When asked what this all cost him, Pereiro doesn't name a figure. "It is not possible to answer the question," he says. "For sure, I lost a lot. Winning the Tour de France in July and winning it much later is not the same.
"I've also lost out on criteriums, sponsors, publicity opportunities... it is incalculable." Yet, as regards Landis, he is able to be somewhat philosophical. "I think that all that has happened has been enough, it is not possible to be angry with him after what he has gone through. This has been very tough for him. Maybe he did something wrong, but he has paid a lot.
"As regards the decision [about possibly being named winner of the Tour], I don't know when it will be made. I cannot say how I would feel until that point in time, until the moment when the news comes in."
Le Monde, AFLD and that TUE
Given his talk about the financial and sporting losses he has incurred due to the Landis positive, Pereiro's lack of anger at the American is notable. Perhaps it's because of their history; he's said in the past that he considers Floyd to be a friend. They were teammates on Phonak prior to Pereiro's move from the team at the end of 2005.
Maybe he is reluctant to be drawn into condemnation of the rider until the case is fully concluded and a conclusion is reached. Or perhaps it is down to what he says; being declared positive brings massive amounts of stress. If so, Pereiro's recent experiences have given him a small taste of the pressure Landis has been under.
On January 18 the French newspaper Le Monde ran a story which alleged the Spaniard himself tested positive in the 2006 Tour. The substance in question was salbutamol, a component of the anti-asthma medication Pereiro was using. He had a Therapeutic use exemption (TUE) for the inhaler but the French AFLD anti-doping agency queried if this was a genuine need and asked Pereiro to send them proof. He delayed in doing so, and Le Monde ran with the story; cue sensationalist headlines on its website and news pages about Pereiro being positive, which in turn sparked off further stories around the world.
The Le Monde story quickly fizzled out, but harmed the rider's image along the way. As UCI president Pat McQuaid stated, Pereiro was guilty of tardiness in sending proof of his condition and nothing else. The rider got a rap on his knuckles while the newspaper was criticised for its reporting, which seemed to cast aspersions without taking into account a scientifically-documented high incidence of exercise-induced asthma amongst cyclists and other athletes.
Pereiro's moving on from all that, but while he speaks calmly it is clear that he is angry about what happened. "For me, I understood what was going on and knew I did nothing wrong, so I didn't let it get to me," he stated. "I knew it would be sorted out. I didn't like what was going on though. I was angry for what was happening as regards to my family and my friends.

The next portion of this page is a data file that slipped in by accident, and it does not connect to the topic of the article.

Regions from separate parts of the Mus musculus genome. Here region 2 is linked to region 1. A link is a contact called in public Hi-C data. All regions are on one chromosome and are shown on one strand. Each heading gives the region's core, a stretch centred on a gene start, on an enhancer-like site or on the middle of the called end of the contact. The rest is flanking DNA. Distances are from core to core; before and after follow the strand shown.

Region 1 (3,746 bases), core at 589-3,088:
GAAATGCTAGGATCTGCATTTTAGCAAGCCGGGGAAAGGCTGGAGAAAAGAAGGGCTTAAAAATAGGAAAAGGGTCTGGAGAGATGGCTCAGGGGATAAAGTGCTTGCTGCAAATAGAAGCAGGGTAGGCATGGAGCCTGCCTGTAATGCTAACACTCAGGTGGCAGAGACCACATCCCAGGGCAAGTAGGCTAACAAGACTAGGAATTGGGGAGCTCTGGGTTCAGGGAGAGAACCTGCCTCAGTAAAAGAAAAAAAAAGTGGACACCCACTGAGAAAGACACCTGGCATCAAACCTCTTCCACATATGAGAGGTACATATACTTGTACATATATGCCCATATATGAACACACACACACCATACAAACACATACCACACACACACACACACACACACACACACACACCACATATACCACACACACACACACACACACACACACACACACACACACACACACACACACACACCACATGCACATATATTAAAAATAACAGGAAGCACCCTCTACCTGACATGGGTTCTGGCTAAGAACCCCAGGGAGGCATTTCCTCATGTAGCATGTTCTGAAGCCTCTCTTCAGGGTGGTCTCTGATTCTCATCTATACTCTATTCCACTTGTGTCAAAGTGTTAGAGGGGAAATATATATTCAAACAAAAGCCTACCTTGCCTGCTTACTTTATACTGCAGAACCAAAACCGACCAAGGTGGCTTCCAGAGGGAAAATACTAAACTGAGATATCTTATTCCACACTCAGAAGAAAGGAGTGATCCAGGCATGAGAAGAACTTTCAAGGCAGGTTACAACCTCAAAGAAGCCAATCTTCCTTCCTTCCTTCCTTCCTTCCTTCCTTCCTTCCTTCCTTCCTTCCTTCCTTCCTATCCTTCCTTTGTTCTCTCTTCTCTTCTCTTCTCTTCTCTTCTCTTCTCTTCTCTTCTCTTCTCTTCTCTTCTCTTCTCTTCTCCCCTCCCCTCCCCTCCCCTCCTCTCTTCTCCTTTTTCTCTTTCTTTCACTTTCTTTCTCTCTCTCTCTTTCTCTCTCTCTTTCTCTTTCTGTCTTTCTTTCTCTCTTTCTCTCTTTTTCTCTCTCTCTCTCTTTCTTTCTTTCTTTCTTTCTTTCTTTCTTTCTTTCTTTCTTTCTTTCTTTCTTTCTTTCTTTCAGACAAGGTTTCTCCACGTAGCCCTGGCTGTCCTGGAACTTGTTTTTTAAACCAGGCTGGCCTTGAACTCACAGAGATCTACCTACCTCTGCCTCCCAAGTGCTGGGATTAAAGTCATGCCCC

"I think it was a malicious attack by the newspaper. There was no problem with the UCI, there was no problem with WADA and there was no problem with the Tour organisers. I spoke with the French doping agency by telephone and I told them that my doctor was on holidays and I would send it [the file] the following Monday. The problem was that we didn't send it until Tuesday.
"Normally for these situations one form is enough. You don't need to send more. But the French agency wanted all my forms from over the years. I have the TUE in my house but it is my doctor who has all the forms from other seasons."
He's unimpressed by the reporting, and the motive. "I'm not happy because in no moment could they talk about a positive. No moment. In the sporting context it is not a positive. This was a malicious attack to hurt my image. But I am happy with the UCI, the Tour, WADA... they all knew the story, and I am sure that not all the French think badly of me. I am angry with the newspaper, though."
When asked if he thought the matter had damaged his image, he said that he wasn't sure. "It is very bad, but the most important thing is for us sportspeople to remain calm. I don't know what the situation is in France, the USA, Italy, but in Spain no newspaper spoke badly of Pereiro... they all said the situation was not possible.
"The UCI said things were okay, WADA said things were okay, the Tour said things were okay. There was no problem with them. Nobody had confidence in what Le Monde wrote."
Read page two of the Pereiro interview.